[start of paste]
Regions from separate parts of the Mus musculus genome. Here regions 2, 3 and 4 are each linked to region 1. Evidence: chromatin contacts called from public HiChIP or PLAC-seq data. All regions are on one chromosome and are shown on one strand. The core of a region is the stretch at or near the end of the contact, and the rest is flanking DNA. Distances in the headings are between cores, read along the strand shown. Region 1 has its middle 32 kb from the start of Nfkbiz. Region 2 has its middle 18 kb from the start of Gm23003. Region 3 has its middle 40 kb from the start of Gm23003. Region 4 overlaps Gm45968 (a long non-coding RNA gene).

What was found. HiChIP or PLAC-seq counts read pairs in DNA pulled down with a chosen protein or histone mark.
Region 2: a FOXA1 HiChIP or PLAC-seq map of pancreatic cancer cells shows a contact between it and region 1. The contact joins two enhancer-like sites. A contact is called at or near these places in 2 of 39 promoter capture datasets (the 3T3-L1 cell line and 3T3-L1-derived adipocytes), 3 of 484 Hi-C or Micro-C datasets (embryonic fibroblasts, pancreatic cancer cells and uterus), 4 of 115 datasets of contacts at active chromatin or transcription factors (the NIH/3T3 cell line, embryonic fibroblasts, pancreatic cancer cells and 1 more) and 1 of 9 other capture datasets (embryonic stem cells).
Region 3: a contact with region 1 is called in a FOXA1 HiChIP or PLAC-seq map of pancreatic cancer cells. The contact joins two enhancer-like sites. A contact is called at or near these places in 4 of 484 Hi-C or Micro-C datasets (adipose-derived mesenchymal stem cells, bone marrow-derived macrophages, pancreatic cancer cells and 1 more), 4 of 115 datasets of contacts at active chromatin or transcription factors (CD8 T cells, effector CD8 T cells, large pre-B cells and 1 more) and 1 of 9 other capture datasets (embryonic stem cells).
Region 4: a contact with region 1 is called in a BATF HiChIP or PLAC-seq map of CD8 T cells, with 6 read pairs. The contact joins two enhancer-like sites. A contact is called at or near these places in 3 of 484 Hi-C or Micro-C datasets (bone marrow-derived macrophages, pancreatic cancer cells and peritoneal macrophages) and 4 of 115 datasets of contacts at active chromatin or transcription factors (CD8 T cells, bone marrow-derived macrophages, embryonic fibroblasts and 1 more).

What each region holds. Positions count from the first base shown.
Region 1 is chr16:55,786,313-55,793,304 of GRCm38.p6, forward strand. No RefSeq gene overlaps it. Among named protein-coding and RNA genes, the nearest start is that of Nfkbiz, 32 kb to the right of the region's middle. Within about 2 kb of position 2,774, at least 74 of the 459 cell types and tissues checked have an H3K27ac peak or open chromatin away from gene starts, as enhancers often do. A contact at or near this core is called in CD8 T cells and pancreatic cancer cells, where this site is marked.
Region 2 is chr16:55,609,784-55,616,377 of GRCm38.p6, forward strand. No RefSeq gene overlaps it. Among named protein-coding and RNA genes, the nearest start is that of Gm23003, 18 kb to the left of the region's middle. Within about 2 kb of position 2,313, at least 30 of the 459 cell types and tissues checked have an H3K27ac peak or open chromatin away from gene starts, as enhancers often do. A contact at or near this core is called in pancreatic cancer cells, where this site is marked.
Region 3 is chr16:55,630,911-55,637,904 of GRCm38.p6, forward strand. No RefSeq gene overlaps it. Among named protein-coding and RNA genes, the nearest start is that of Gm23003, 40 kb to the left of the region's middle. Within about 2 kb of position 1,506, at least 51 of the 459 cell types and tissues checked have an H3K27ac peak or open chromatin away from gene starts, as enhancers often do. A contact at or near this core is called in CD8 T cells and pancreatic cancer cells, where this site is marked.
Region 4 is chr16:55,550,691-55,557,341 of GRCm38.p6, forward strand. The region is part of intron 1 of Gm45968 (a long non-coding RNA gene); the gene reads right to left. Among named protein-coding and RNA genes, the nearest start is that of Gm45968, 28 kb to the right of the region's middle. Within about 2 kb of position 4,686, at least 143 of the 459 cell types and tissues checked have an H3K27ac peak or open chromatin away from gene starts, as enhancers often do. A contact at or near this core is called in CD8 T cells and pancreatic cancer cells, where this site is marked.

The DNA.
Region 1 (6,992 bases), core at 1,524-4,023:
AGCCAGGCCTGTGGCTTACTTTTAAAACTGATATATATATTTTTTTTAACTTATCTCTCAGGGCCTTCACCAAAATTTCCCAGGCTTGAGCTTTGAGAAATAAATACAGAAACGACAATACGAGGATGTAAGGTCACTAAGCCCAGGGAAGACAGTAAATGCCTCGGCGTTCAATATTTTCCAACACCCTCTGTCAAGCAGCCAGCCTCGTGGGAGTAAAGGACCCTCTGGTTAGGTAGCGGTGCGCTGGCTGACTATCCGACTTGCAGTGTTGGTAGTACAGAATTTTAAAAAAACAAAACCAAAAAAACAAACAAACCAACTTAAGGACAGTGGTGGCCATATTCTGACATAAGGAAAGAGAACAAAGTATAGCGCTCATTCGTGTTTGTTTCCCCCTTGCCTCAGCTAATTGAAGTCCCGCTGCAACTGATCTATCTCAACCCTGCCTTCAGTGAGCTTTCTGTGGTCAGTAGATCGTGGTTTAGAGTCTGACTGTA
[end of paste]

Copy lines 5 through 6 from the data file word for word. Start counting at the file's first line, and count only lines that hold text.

Region 4: a contact with region 1 is called in a BATF HiChIP or PLAC-seq map of CD8 T cells, with 6 read pairs. The contact joins two enhancer-like sites. A contact is called at or near these places in 3 of 484 Hi-C or Micro-C datasets (bone marrow-derived macrophages, pancreatic cancer cells and peritoneal macrophages) and 4 of 115 datasets of contacts at active chromatin or transcription factors (CD8 T cells, bone marrow-derived macrophages, embryonic fibroblasts and 1 more).

What each region holds. Positions count from the first base shown.